Succession planning, also known as replacement planning is a strategy to pass on leadership roles. It ensures that businesses continue to run smoothly after a company’s most important people have to leave the company. It involves cross-training employees to help them develop skills, company knowledge, and a holistic understanding of the company.
As per Harvard Business Review, each year about 10% to 15% of corporations must appoint a new CEO, whether because of executives’ retirement, resignation, dismissal, or ill health. A 2010 survey by the search firm Heidrick & Struggles and the Rock Center for Corporate Governance at Stanford University revealed that 39% of boards had no viable internal candidates who were able to immediately replace the CEO if the need arose. Estimates suggest that up to 40% of new CEOs don’t meet performance expectations in the first 18 months. So what really goes into succession planning?
1. Plan your strategy
As the name suggests, succession ‘planning’ involves mapping out a process with all the details to be implemented. A common approach used in prestigious companies are leadership training programs and executive development programs so the best candidates can be identified early. In most companies where executives are exposed to a variety of work and opportunities, the candidate who adapts to it easily is considered suitable. Identify and analyse the strict performance metrics against which the ideal candidates would be evaluated. Plan the extensive transition process to help with onboarding to make the newly appointed CEO’s process easier, especially if they haven’t served in a chief executive role before.
2. Traits of top management
Identify the key performance indicators required in a top position. A leadership culture must be present in all organisations that follow succession planning. When all employees are given the opportunity to qualify for a position, the ones who are more keen to learn and develop new skills can easily be recognized. Once those traits can be identified in the employees, they can set up a training program to further help them prepare for a higher position.
3. Training program
A training program must be planned in order to help the employees develop the skills they need to qualify for a top position. Proper structure of the program and training under the allocated department boosts confidence in the employees. Moreover, it becomes easier for the company to understand who is worthy of being promoted. However, the employees must be given enough time to develop the skills required and it doesn’t necessarily mean that an employee understands the role will consistently perform well.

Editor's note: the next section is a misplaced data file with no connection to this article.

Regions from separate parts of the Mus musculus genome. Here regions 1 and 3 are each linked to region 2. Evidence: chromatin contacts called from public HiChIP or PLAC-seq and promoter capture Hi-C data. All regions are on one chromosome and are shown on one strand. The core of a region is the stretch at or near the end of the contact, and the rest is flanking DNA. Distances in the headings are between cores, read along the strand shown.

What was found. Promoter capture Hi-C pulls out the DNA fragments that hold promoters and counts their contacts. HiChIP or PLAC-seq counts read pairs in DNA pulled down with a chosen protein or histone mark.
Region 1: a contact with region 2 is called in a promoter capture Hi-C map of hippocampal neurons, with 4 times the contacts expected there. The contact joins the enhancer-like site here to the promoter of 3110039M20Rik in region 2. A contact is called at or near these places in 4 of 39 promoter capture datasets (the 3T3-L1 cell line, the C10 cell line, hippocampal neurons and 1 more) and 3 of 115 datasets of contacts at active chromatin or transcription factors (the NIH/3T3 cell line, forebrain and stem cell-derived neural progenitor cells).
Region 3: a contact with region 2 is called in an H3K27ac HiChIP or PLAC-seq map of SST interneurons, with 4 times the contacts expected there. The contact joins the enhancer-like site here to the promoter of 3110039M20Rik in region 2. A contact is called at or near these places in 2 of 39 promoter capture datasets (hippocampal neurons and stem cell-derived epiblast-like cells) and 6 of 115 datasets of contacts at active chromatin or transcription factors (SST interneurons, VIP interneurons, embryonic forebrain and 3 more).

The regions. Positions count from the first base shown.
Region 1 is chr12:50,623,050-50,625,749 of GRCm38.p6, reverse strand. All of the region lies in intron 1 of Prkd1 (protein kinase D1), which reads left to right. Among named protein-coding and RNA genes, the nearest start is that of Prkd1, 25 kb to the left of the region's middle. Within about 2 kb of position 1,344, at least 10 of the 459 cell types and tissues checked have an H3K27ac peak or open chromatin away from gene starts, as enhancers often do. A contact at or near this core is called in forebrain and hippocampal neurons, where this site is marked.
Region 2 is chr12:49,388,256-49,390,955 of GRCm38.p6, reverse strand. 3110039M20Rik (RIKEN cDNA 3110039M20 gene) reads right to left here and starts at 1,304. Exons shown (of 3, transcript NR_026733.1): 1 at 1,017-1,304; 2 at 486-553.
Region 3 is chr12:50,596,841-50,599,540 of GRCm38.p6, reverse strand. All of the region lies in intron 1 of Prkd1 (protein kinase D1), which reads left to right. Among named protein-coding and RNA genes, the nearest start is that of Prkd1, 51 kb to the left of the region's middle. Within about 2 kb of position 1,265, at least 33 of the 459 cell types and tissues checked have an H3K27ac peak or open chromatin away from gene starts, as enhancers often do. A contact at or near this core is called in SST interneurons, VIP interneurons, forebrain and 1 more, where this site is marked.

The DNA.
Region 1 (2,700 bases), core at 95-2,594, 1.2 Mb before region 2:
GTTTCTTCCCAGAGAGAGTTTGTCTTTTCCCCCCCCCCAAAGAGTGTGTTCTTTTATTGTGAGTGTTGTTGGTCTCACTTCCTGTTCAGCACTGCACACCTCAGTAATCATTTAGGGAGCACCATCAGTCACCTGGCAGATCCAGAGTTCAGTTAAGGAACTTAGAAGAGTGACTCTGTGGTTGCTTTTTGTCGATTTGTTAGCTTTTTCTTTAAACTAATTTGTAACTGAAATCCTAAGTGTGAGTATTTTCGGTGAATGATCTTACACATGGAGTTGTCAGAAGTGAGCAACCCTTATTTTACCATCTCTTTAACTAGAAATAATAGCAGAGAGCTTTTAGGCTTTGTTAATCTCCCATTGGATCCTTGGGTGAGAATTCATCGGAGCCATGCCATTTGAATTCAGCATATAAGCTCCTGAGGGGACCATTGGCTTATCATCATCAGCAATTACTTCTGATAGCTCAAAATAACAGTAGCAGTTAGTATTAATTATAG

4. Employee Assessments
Between regular intervals of the training program, employees can be assessed on the basis of various factors needed for the position. Employee assessments simplify the process of choosing the right employee based on their expertise and skills in the field. As employees are being trained to fill a top management position, one of the most important assessments will be for leadership development to identify whether they have the ability to make their own decisions and manage a team. However, employees should be given enough time to adapt to the necessary skills to be analysed in-depth by the team.
5. Retain employees
One of the main reasons employees leave an organisation is due to the limited opportunities for growth and development. If they are not rewarded and promoted for their best efforts, they will eventually reduce their efforts in performing tasks. This not only affects the quality of their work, but also but their motivation to perform. A promotion might be very satisfying for one employee, whereas public recognition and appreciation might be satisfying for another.
6. Long- term perspective
The ultimate long- term objective of succession planning is to become self-sufficient to internally fill a position in the top management whenever the need arises. With realistic development expectations over a period of time, candidates can easily train and qualify for the position. Moreover, knowing that the company is planning for future opportunities reinforces career development and higher motivation among employees to perform better.
Although succession planning doesn’t promise that leadership roles will be easily filled internally, it surely does help the company to make the employees future-ready. A structured plan to internally fill positions is a great way to keep the employees motivated and for the company to save time and money on hiring externally.